Brexit blues

Ruth asked:

What do you philosophers think about the Brexit crisis? Do you have anything useful to contribute? Any advice to Theresa May?

Answer by Geoffrey Klempner

Let’s get clear about the ground rules for the kind of answer you are looking for. A philosopher needn’t be (and usually isn’t) an expert on economic theory or political theory. What we are good at is seeing connections and relationships, and drawing logical conclusions. And we have good memories, too.

I remember the early 70s (I am that old) when German industry and business was booming and the UK was dubbed “the sick man of Europe”. It was a situation that called for drastic action. Under Margaret Thatcher union power was curbed, and the UK shed a large proportion of its manufacturing industry. Between then and now, the service industry and financial sector grew to take up the slack, which is why the UK economy is currently in a relatively healthy state.

Was that the best possible outcome? Those who remember the misery that many endured during the Thatcher years will say, No, but then they owe a plausible story about what real alternatives there were available at the time.

More history, military this time. In 1956, the UK went through the Suez disaster, then 1982 celebrated the Falklands triumph (a disaster for the Argentinians, of course). In both cases, a calculation was made and risks taken. In war, much hangs on relatively small incidents and events. The attempt to retake the Suez Canal could have succeeded with a more credible plan, and if a few more French Exocet missiles had hit their target, the Falklands conflict would have ended in British national humiliation.

Maybe you can see where this is going. The battle to save Brexit is a war. In the case of no deal, trade and business will be hit and some businesses will be hit very hard. Those who have much to lose will naturally complain loudly and lobby for support. But it was always going to be that way. When Churchill took over as British Prime Minister at the beginning of the Second World War there were many who, remembering the terrible loss of life in the Great War wanted to make peace with Hitler, and they had arguments that were just as persuasive as the arguments that Remainers give for revoking Article 50. (I am not comparing them in any other way.)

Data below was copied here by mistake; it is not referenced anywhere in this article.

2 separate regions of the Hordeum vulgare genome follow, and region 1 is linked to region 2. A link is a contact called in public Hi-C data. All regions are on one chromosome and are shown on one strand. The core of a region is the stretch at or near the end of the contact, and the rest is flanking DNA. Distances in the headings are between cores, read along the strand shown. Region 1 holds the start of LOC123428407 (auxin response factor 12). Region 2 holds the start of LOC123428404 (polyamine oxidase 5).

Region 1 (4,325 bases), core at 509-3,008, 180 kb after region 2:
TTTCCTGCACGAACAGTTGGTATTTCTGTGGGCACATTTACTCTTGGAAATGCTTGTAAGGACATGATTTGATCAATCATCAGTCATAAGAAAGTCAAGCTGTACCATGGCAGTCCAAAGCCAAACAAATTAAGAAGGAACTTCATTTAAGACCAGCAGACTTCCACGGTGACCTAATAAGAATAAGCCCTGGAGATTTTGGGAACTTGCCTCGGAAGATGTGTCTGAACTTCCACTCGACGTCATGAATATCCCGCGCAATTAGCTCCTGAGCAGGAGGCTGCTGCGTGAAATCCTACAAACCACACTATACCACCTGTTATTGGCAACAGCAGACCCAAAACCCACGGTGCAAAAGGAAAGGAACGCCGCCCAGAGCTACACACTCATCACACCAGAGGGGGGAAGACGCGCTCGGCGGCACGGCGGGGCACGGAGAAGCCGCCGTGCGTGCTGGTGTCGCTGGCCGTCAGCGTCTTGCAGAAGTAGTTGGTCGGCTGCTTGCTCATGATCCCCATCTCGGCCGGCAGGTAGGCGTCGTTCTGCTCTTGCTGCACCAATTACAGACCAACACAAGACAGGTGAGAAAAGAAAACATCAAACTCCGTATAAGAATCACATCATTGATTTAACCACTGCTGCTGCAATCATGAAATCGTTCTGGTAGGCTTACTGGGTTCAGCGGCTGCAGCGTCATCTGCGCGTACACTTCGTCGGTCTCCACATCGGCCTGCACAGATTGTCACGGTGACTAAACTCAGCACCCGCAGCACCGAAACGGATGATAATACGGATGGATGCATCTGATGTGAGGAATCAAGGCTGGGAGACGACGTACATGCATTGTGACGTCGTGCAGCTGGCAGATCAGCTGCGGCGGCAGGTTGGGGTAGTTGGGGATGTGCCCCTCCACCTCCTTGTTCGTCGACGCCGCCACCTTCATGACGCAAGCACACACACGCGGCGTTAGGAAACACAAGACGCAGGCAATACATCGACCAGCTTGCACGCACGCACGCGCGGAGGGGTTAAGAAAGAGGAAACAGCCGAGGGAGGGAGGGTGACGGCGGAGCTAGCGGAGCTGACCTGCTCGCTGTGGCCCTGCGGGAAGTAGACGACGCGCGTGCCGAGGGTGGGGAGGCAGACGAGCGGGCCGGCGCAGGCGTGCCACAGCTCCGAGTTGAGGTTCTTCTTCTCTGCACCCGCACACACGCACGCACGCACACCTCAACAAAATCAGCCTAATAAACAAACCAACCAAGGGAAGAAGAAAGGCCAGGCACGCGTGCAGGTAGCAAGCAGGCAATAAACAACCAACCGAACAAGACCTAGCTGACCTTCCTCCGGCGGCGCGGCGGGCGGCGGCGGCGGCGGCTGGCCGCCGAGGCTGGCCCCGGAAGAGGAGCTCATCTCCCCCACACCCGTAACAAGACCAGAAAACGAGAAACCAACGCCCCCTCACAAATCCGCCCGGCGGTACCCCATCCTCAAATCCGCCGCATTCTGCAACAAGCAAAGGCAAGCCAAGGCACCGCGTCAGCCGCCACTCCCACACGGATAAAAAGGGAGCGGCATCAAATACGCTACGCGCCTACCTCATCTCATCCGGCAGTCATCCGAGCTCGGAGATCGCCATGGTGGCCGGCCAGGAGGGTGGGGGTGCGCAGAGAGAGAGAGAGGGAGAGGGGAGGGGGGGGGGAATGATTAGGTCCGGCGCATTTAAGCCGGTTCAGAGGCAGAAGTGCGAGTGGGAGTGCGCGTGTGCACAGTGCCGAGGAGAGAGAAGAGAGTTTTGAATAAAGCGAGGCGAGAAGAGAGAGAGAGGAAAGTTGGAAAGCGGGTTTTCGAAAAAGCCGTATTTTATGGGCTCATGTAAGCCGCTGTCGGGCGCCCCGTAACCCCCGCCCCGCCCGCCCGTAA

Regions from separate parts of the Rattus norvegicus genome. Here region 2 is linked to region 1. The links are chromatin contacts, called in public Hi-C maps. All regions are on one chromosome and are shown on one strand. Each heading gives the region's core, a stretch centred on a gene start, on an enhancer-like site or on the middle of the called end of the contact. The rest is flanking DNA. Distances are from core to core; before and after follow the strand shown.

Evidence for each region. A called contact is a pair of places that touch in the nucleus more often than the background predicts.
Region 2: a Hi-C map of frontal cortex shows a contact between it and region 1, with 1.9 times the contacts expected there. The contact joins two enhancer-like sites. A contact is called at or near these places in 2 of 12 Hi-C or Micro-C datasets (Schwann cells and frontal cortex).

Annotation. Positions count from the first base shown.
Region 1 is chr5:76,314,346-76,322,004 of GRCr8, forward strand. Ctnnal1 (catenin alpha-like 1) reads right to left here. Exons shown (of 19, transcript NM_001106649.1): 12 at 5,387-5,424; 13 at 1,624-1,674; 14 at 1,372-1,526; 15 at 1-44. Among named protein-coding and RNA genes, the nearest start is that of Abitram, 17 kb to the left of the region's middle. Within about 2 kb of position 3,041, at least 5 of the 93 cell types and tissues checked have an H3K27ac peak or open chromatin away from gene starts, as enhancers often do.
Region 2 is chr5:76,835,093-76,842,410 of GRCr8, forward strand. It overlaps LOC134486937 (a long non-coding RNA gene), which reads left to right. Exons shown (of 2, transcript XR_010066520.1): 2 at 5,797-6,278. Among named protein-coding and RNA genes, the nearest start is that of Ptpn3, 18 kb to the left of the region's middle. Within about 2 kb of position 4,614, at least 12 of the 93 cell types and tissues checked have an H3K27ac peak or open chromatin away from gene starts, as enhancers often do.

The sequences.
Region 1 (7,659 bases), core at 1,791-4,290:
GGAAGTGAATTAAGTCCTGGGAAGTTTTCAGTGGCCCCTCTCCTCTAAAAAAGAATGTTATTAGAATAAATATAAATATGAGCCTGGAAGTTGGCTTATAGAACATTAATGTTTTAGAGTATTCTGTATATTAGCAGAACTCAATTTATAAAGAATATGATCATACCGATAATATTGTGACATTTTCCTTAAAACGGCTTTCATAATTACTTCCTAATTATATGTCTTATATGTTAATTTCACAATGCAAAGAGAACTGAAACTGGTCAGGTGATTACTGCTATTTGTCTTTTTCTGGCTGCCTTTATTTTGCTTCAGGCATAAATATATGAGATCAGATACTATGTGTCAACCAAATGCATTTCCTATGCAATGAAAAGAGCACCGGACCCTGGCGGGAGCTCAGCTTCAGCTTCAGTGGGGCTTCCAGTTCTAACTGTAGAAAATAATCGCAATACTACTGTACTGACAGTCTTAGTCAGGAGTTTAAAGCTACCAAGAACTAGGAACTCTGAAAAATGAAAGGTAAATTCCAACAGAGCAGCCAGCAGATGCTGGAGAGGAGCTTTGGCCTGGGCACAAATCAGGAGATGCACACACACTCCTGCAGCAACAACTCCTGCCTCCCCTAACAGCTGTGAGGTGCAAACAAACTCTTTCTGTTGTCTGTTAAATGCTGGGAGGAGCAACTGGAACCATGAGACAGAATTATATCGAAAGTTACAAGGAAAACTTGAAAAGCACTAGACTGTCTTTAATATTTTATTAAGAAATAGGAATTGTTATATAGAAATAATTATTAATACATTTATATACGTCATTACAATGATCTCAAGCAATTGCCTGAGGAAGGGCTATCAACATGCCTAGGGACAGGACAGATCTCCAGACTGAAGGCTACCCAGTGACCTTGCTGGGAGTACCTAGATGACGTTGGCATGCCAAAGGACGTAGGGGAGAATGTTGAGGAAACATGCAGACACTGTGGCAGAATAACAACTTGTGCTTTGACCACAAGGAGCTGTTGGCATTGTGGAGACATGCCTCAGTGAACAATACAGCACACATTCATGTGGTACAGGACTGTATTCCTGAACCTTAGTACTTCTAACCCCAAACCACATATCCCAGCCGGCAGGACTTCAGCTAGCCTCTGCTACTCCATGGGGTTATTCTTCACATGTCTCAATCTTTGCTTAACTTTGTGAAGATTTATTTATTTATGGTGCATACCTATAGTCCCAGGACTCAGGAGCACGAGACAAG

If you can’t take injuries and losses, you can never win any conflict. The important thing is making an accurate assessment of what you stand to gain. The Leavers have made a strong case that in the place of businesses that fail, other businesses will start up and thrive. If you run a company, you know that there are nearly always alternative markets and alternative sources of supply — if you are willing and able to adjust your business plan. The businesses that can’t adjust will be replaced, and that is as it should be.

You do not need to be an expert to perceive that in UK politics today, cowardice rules. The blamers and complainers get the most TV and radio air time. Meanwhile, watching the antics of the British Parliament day after day, there must be many in the UK who have come to the realization that any vote, in a Parliamentary Election or a Referendum is a wasted vote.

US President Donald Trump has expressed the opinion that he would have handled the Brexit negotiations better than the British have done. I am tempted to conclude that he may be right. But it is not too late. Theresa May has given more than a hint that if her deal with the EU fails as it is now very likely to do, the UK will leave without a deal. There is no logical reason why that course of action should lead to disaster. Along with many others, I believe that we have as much to gain as we have to lose from making a clean break.

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